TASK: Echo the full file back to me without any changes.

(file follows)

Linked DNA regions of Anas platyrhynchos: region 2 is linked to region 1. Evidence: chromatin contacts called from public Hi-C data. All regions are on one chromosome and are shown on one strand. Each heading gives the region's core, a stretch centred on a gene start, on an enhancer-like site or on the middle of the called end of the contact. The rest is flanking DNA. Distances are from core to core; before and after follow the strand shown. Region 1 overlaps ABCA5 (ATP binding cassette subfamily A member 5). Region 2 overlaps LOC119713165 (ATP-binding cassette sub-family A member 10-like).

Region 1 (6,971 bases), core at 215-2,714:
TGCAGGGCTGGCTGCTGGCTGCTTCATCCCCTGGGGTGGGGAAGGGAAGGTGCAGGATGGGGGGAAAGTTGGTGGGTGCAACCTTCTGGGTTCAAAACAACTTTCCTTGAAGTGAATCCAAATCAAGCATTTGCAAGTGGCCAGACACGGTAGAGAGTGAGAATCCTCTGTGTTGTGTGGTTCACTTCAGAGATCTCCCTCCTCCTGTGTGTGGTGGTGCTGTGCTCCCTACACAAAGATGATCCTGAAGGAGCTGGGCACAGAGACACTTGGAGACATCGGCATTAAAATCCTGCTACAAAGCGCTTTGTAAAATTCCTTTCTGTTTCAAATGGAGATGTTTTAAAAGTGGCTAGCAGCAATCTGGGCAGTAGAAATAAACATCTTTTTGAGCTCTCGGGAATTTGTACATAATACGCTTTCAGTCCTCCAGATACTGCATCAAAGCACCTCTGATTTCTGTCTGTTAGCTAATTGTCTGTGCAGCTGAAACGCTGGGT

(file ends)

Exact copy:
Linked DNA regions of Anas platyrhynchos: region 2 is linked to region 1. Evidence: chromatin contacts called from public Hi-C data. All regions are on one chromosome and are shown on one strand. Each heading gives the region's core, a stretch centred on a gene start, on an enhancer-like site or on the middle of the called end of the contact. The rest is flanking DNA. Distances are from core to core; before and after follow the strand shown. Region 1 overlaps ABCA5 (ATP binding cassette subfamily A member 5). Region 2 overlaps LOC119713165 (ATP-binding cassette sub-family A member 10-like).

Region 1 (6,971 bases), core at 215-2,714:
TGCAGGGCTGGCTGCTGGCTGCTTCATCCCCTGGGGTGGGGAAGGGAAGGTGCAGGATGGGGGGAAAGTTGGTGGGTGCAACCTTCTGGGTTCAAAACAACTTTCCTTGAAGTGAATCCAAATCAAGCATTTGCAAGTGGCCAGACACGGTAGAGAGTGAGAATCCTCTGTGTTGTGTGGTTCACTTCAGAGATCTCCCTCCTCCTGTGTGTGGTGGTGCTGTGCTCCCTACACAAAGATGATCCTGAAGGAGCTGGGCACAGAGACACTTGGAGACATCGGCATTAAAATCCTGCTACAAAGCGCTTTGTAAAATTCCTTTCTGTTTCAAATGGAGATGTTTTAAAAGTGGCTAGCAGCAATCTGGGCAGTAGAAATAAACATCTTTTTGAGCTCTCGGGAATTTGTACATAATACGCTTTCAGTCCTCCAGATACTGCATCAAAGCACCTCTGATTTCTGTCTGTTAGCTAATTGTCTGTGCAGCTGAAACGCTGGGT